There’s an evolution in the role of the developer — from code monkey to creative worker. It’s a good way to motivate and retain some of the most in-demand roles, by making the job more creative and less tedious. But this movement is a response to our increasingly complicated and distributed systems: these roles have to be automated to allow developers to focus on more problem solving and systems resiliency.
In this episode of The New Stack Makers podcast, we talk to Jason Yee, developer advocate at monitoring and analytics service Datadog, about the role of progressive delivery in distributed software development.
One of the ways to help developers think differently through progressive delivery is how they release updates to the software. RedMonk’s James Governor dubbed this approach progressive delivery, which takes advantage of the different ways you can now route traffic to a specific subset of users before deploying a change more broadly, limiting the blast radius of testing in production.
One of the first progressive open source framework was Capistrano, which could run scripts on multiple servers. From there, it was done via rolling deployments, where instead of releasing to everyone at once, you limit downtime by releasing to only one server at a time by creating a lot of replicas. Then came blue-green deployments — although Yee says what color you name it doesn’t matter, and it’s sometimes called red-black — where you maintain two nearly identical production environments at once and, like a rudder, you progressively shift traffic from one to the other, shifting back when things go awry.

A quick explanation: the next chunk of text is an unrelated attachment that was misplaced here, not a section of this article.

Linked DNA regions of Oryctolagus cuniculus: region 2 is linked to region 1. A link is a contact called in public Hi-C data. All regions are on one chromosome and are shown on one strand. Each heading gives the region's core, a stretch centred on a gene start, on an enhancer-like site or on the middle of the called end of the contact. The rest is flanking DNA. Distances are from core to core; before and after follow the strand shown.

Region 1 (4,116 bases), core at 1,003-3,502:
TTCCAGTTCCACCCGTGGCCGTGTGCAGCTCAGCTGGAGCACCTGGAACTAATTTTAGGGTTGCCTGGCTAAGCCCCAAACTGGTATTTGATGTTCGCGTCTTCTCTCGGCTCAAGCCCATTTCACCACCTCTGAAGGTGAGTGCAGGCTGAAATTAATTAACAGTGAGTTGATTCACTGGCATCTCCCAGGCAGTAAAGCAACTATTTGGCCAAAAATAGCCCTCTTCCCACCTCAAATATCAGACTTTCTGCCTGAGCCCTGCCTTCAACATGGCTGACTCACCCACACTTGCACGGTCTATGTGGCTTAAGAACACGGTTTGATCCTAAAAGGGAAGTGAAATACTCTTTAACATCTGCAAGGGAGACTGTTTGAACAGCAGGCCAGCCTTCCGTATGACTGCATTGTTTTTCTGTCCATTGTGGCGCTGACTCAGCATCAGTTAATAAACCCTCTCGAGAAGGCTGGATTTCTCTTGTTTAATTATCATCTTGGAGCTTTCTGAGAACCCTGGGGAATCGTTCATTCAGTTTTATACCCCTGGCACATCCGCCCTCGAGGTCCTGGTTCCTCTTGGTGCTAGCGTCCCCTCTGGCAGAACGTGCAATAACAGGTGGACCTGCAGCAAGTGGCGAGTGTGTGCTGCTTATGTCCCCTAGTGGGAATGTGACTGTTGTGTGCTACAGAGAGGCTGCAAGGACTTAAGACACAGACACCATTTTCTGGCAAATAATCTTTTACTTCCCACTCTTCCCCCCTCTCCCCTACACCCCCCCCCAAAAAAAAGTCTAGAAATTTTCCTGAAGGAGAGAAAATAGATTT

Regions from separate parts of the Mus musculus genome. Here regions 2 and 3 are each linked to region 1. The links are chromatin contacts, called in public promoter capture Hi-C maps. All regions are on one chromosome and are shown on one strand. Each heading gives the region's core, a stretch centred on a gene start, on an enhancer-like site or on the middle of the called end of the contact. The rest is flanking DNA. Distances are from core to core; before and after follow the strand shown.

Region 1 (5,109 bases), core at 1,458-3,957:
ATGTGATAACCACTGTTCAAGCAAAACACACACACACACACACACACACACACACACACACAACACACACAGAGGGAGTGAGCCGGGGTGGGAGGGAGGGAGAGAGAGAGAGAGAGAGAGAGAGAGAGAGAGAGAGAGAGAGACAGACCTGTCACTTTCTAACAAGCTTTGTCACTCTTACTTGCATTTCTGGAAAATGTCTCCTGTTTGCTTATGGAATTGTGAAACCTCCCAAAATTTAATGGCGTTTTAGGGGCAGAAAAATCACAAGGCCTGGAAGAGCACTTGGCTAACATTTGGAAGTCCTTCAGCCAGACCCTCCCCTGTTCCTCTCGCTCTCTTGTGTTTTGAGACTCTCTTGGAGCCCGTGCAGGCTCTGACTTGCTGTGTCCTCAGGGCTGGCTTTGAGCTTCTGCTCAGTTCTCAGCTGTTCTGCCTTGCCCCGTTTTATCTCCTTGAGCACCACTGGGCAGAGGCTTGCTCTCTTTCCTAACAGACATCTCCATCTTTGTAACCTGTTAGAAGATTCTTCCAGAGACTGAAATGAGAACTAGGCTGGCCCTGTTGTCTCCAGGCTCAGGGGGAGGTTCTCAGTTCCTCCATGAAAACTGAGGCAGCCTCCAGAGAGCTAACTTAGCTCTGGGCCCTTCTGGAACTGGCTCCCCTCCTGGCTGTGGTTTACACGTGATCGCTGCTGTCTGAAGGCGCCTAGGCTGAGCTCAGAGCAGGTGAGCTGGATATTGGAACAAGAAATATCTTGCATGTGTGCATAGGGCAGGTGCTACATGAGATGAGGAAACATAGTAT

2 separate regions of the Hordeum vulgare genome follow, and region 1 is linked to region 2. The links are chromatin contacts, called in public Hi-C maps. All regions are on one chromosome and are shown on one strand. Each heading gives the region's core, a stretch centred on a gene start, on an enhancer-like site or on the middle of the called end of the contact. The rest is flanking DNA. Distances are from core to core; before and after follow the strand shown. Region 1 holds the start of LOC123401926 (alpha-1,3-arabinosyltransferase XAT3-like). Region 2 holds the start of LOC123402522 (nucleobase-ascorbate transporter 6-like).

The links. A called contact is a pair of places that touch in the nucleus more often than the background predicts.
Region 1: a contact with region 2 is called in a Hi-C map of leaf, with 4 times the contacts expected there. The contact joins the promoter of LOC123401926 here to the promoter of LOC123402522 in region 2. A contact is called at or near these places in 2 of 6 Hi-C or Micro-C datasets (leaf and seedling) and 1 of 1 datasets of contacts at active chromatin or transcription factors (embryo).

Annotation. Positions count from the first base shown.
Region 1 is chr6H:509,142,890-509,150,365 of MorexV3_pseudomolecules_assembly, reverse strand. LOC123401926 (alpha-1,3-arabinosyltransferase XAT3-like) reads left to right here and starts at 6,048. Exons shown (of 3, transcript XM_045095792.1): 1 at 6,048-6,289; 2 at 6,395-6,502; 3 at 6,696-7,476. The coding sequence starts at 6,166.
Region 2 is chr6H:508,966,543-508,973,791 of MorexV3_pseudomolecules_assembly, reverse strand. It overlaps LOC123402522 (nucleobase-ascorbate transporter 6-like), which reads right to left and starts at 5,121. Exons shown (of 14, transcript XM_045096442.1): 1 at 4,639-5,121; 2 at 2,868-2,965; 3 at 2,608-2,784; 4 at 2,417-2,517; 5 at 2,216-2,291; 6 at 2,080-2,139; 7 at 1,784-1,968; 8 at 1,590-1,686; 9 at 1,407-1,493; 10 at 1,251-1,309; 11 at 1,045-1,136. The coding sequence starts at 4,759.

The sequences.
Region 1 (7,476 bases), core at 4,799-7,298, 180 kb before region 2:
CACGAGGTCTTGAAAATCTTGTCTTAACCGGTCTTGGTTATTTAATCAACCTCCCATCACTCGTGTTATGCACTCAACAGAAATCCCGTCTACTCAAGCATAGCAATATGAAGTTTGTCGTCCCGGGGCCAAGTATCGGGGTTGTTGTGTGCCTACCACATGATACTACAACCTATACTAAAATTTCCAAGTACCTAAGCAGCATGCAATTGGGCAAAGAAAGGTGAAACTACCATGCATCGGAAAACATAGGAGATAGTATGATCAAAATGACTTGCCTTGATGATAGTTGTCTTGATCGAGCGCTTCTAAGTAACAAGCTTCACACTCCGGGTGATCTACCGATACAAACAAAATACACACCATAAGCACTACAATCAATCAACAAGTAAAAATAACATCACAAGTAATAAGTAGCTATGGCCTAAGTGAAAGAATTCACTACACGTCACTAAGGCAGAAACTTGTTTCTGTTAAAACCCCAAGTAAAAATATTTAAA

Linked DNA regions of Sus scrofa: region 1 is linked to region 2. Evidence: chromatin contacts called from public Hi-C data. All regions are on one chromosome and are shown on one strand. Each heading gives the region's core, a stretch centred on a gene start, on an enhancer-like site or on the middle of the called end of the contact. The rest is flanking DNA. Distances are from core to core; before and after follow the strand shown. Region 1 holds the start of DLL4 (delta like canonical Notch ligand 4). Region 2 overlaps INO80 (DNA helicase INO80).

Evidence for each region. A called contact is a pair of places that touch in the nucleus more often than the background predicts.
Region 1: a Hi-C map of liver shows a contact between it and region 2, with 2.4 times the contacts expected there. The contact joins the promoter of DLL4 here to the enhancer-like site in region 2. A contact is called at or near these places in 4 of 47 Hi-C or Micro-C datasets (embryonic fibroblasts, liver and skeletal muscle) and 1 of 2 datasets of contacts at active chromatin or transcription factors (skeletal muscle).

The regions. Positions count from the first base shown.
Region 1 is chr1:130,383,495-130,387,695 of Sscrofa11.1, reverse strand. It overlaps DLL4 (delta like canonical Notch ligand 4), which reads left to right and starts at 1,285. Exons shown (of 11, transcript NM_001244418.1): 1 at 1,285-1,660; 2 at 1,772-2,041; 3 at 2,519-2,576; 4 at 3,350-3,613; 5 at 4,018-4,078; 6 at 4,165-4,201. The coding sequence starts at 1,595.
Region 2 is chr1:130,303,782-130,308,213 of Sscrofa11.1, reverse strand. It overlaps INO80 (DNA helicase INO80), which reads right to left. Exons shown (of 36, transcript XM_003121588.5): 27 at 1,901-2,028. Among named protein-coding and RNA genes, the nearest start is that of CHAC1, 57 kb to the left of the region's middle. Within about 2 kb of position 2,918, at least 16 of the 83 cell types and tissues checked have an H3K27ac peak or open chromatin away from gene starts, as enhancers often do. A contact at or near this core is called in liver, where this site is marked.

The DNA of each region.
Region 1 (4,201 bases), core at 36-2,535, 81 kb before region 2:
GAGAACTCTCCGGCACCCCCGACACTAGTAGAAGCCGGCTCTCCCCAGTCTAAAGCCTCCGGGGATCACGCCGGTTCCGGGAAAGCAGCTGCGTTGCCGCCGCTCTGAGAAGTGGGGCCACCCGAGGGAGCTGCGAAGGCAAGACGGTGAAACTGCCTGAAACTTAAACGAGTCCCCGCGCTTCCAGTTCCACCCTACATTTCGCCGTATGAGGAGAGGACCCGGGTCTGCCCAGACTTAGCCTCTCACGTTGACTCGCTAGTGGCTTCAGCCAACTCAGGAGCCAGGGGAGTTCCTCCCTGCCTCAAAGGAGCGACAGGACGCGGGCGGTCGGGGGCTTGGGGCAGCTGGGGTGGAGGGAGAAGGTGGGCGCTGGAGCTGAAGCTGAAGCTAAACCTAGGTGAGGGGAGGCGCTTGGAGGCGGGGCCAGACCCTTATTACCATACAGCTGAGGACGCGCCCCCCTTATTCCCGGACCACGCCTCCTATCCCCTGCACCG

What Yee says really progresses this kind of segmented delivery is canary deployments. Canary’ing slows everything down and allows you to measure and change based on what you learn. He later says in this episode that you have to manually take control over any releases within Kubernetes, which can be tedious.
We also spoke with Yee about what Datadog measures. The company took a page from Google’s Golden Signals for monitoring distributed systems, covering latency, traffic, errors and saturation. This approach helps identify outliers and anomalies. He gave the example of traffic going up, which could be a sign of more users or it could be a red flag that you have duplicate code putting extra strain on your systems.
Yee also noted that service meshes are an excellent way to gain more control and visibility over the network. Google’s own open source service mesh is called Istio. It allows you to set up automation for timeouts, encryption, retries, role-based access control, traffic routing and more. It also allows you to customize the system’s responses to certain behaviors.
Finally, we discuss chaos engineering, which Yee described as thinking about the resiliency of our systems — “If this breaks in a certain way, what will we understand about our systems?”
Datadog itself conducts regular game days where it kills a certain service or dependency to learn what threatens resiliency. These game days are partnerships between the people building whatever’s being tested — as they know best and are initially on-call if it breaks — and a site reliability engineer. This allows the team to test monitoring and alerting, making sure that dashboards are in place and there are runbooks and docs to follow, making sure that the site reliability engineer is equipped to eventually take over.
In this Edition:
0:35: The role of technology evangelist.
6:18: Metrics tied to the role of the technology evangelist.
13:02: Blue-green testing.
24:17: How to conduct a canary test with Kubernetes.
28:08: Istio and service meshes.
32:45: Chaos engineering.
Feature image by Krzysztof Niewolny from Pixabay.